Deemer for Screenwriter's
Now that my university class is over, with a new one to begin in January, I have a break during which to wonder, as I always do, what I can do to help students avoid the most common and serious screenwriting mistakes. Term after term, year after year, I keep seeing the same errors, especially early on before students begin to understand how different screenwriting is from all other narrative forms. Here then is my list of the most common errors, in no particular order.
Fiction Rhetoric. Many of my students come from a fiction background — and it immediately shows. They overwrite at every level. They describe too much.
Their sentence structure is too complex. Their paragraphs are too long, giving the script great text density and the look of a literary document. Here are some guidelines to avoid fiction rhetoric:
- Write in simple sentences only. Remember what a complex sentence is? Right, a sentence with a subordinate clause. Avoid them like the plague! They slow down a quick reading and all screenplays are read quickly, even skimmed, before they are read carefully. Direct, simple sentences. Don't be afraid to use sentence fragments. Pretend you're in Junior High.
- Write in short paragraphs. Each paragraph should take no more than four or five lines across the page before you double space and start a new one. This opens up the script, making it vertical, making it easier to read. If there is a new subject, a new focus, start a new paragraph. Though you can't "direct the film" in a spec script, you can in a way by your paragraph spacing. Make each paragraph a new shot.
- Too much description. You are not the costume designer. Every time you describe a piece of clothing or something in a room, anything, ask yourself: is this essential or is it an option? Is Mary's red coat necessary? If the coat is blue, does her character change
or the story fall apart? Get rid of the options, letting your collaborators make the decisions, and retain the essentials.
Expository dialogue. In general, dialogue is a clumsy way to communicate facts and figures. It takes skill to pull it off. Until you reach this level of craft, avoid doing it. Find other ways to relate essential information, preferably visually.
Chit chat. The problem with most dialogue in beginners' screenplays, however, is that too much of it goes nowhere. It is realistic, yes, but life moves much more slowly than a well crafted story does. Again, the final test is elimination: if you remove this line of dialogue, what happens? Do the screenplay and story collapse into incomprehensible gibberish? Is an essential character trait lost? If nothing happens, then why is it there? Like descriptive writing, keep your dialogue lean and mean. Exchanges of dialogue that are short and quick play much better, in general, than wordy exchanges.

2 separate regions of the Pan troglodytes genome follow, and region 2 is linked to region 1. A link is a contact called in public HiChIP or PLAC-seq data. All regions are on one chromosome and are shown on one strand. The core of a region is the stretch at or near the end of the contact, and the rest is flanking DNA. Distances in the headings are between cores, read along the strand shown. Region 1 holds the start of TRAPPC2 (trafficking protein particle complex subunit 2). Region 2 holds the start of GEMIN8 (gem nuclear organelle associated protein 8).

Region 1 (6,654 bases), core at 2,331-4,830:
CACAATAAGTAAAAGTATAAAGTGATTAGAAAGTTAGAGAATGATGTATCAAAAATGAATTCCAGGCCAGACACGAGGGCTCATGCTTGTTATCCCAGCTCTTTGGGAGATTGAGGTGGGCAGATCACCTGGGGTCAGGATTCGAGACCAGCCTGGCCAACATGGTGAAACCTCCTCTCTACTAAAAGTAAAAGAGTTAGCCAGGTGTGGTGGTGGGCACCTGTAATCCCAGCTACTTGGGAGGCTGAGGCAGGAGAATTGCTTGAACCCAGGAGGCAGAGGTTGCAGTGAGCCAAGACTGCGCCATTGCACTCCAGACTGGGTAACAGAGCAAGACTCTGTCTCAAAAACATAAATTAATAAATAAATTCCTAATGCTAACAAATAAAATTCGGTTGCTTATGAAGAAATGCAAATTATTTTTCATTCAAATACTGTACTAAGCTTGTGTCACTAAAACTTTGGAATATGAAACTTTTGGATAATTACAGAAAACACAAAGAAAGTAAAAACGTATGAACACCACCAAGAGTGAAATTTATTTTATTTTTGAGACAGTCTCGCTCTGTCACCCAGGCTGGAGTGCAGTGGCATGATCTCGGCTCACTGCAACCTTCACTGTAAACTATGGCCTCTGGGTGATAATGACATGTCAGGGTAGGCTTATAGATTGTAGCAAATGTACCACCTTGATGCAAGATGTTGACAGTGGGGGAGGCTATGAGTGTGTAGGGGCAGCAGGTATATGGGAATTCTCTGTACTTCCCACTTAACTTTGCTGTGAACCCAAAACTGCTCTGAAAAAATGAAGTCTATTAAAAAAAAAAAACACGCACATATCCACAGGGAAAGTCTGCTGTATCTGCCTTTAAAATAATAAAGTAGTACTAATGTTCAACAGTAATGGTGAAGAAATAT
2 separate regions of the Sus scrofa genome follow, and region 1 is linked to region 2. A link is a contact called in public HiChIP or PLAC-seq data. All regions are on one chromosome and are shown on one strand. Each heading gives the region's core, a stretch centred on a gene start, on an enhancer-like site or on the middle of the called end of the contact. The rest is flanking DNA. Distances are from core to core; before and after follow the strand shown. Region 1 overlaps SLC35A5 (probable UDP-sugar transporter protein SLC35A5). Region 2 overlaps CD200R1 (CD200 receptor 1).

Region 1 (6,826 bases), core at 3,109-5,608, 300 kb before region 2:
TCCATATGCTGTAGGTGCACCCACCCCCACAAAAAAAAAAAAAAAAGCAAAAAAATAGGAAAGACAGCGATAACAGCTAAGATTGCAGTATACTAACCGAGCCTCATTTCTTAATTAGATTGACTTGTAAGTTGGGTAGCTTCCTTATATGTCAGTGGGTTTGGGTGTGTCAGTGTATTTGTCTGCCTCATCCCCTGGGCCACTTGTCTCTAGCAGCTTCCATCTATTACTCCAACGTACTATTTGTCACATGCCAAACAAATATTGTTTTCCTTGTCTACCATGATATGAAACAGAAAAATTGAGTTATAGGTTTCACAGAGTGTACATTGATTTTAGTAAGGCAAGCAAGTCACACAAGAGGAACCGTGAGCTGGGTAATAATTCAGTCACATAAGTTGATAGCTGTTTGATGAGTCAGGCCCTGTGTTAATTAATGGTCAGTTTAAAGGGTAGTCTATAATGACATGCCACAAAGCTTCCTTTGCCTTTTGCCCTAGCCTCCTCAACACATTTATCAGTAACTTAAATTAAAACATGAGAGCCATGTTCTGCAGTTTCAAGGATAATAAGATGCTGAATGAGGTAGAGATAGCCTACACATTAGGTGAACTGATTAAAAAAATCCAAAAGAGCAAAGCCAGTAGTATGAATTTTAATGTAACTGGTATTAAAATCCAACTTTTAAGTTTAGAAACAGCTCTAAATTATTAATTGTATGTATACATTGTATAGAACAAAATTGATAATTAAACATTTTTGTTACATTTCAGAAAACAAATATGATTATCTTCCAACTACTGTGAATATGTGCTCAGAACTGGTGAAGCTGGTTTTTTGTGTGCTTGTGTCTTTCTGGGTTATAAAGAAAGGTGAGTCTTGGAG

Poor focus. Who is your main character, what is his or her goal, and what is stopping success of reaching it? These are the immediate questions we need answered to
understand your story. You need to address them sooner rather than later. Poor focus on the main character is a common error I see. Keep your protagonist on screen as much as possible -- even two or three pages off the screen may be enough to knock the story focus askew. Keep on the main character like glue.
In my classes, I try to get students to solve the rhetorical challenges of screenwriting (fiction writing, slow dialogue) as soon as possible so they can concentrate on the story issues like focus. Screenwriting, in fact, is more about storytelling than writing as we usually think about it. Yet the rhetorical issues occupy some students for most of the term, as if they have a hard time accepting that screenwriting is not literary writing. Some have observed a trend in screenwriting to greater
literary quality (The Hours script comes to mind), but it must be remembered that these examples are written by established writers. The plight of the spec script writer is different and much more competitive. To be read in such an environment requires special attention to economy so that your story is easily found and understood.
Screenwriting is the only form of writing about which it can be said: don't let your writing get in the way of your story. Keep it simple. Keep it clear. Keep in focused.
Charles Deemer teaches graduate and undergraduate screenwriting at Portland State University. He is the author of the electronic screenwriting tutorial, Screenwright: the craft of screenwriting. His book Seven Plays was a finalist for the Oregon Book Award. His new book, Practical Screenwriting, is due in 2005.